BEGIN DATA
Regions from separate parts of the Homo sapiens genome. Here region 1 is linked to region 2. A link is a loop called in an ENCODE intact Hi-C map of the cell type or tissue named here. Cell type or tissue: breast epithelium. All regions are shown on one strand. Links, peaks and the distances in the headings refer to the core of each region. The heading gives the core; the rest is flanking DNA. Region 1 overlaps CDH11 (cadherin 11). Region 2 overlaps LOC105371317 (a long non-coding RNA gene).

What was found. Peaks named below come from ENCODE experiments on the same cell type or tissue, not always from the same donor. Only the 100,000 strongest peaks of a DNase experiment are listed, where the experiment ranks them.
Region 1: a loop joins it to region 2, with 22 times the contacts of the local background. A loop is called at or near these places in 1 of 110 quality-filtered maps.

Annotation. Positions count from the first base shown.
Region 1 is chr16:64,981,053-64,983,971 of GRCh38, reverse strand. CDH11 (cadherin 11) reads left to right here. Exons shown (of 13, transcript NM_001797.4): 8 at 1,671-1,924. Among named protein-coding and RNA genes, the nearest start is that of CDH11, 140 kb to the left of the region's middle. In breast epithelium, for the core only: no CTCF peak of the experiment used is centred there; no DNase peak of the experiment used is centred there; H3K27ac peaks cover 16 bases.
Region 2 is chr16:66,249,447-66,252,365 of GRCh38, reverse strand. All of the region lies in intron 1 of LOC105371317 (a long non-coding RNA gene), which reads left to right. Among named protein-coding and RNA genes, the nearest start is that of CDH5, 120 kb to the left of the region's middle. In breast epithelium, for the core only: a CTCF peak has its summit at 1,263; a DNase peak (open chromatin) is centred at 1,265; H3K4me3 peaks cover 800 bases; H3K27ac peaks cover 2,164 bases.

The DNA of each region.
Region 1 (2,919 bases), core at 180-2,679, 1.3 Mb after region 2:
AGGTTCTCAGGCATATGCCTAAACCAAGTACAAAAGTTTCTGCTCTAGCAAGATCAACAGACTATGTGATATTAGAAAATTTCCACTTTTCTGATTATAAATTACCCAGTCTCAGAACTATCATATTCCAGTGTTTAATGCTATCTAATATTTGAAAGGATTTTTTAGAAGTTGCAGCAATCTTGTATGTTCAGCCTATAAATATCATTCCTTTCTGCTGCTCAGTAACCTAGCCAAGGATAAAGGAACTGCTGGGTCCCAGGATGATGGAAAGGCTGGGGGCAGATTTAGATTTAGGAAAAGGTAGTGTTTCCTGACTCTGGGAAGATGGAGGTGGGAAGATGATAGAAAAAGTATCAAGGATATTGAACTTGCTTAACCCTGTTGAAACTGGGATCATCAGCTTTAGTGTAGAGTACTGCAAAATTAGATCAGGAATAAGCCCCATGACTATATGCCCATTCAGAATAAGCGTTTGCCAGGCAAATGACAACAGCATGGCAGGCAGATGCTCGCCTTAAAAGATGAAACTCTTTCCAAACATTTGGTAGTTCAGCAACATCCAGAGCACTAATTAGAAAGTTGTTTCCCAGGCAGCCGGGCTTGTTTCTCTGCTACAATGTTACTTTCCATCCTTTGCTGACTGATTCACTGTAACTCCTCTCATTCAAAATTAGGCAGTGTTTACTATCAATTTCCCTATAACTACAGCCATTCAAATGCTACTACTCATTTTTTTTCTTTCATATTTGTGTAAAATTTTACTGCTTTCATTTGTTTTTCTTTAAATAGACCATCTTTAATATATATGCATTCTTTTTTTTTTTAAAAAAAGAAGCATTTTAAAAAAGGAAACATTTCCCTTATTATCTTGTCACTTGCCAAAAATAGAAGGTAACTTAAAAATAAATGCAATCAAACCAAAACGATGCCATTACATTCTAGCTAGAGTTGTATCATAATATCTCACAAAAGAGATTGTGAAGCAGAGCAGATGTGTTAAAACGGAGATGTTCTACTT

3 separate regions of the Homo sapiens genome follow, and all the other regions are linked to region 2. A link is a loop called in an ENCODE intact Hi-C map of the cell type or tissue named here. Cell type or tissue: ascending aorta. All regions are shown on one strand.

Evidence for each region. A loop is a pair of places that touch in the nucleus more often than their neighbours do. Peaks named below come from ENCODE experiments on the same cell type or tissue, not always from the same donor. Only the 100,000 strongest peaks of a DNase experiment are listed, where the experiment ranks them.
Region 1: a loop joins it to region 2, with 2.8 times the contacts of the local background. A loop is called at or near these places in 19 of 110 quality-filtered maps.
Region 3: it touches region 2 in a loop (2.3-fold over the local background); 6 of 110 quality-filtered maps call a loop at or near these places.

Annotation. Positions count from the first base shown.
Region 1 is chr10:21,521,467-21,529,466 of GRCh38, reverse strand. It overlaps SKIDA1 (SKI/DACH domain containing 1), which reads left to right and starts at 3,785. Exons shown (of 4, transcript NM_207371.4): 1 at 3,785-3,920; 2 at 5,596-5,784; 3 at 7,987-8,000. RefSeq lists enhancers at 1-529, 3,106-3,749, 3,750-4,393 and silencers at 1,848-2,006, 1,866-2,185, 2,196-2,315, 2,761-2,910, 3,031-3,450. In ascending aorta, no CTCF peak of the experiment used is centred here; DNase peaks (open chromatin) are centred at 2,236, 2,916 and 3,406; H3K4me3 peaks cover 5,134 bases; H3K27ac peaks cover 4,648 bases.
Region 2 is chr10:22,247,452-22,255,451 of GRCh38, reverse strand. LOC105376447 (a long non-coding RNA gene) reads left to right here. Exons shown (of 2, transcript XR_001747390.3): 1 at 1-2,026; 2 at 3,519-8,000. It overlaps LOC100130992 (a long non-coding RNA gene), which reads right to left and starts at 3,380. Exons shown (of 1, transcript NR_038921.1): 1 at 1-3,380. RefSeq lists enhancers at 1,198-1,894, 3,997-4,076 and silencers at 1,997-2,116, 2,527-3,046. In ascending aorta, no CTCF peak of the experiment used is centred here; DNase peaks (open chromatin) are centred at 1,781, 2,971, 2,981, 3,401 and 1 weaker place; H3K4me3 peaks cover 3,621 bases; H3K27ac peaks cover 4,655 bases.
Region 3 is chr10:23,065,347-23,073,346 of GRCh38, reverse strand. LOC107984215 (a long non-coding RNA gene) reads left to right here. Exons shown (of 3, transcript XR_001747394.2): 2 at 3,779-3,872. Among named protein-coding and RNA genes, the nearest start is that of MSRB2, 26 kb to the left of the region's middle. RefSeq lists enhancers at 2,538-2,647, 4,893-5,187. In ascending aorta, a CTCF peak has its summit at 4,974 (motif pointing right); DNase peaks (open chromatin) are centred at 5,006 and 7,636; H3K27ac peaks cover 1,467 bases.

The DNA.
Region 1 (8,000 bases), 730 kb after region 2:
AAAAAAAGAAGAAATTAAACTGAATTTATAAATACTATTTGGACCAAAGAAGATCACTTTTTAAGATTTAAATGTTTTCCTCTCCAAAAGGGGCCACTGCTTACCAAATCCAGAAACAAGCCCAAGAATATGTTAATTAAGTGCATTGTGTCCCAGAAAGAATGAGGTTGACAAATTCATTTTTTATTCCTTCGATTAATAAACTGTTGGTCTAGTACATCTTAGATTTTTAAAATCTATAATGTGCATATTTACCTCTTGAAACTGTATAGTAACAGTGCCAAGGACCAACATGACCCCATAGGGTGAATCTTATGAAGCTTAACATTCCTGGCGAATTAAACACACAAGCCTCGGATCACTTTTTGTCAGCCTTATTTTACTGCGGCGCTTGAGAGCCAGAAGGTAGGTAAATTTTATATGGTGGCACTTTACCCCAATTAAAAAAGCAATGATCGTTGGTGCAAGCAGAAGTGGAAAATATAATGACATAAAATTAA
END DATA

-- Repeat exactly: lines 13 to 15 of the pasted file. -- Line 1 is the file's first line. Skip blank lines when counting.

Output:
Region 3: it touches region 2 in a loop (2.3-fold over the local background); 6 of 110 quality-filtered maps call a loop at or near these places.

Annotation. Positions count from the first base shown.
Region 1 is chr10:21,521,467-21,529,466 of GRCh38, reverse strand. It overlaps SKIDA1 (SKI/DACH domain containing 1), which reads left to right and starts at 3,785. Exons shown (of 4, transcript NM_207371.4): 1 at 3,785-3,920; 2 at 5,596-5,784; 3 at 7,987-8,000. RefSeq lists enhancers at 1-529, 3,106-3,749, 3,750-4,393 and silencers at 1,848-2,006, 1,866-2,185, 2,196-2,315, 2,761-2,910, 3,031-3,450. In ascending aorta, no CTCF peak of the experiment used is centred here; DNase peaks (open chromatin) are centred at 2,236, 2,916 and 3,406; H3K4me3 peaks cover 5,134 bases; H3K27ac peaks cover 4,648 bases.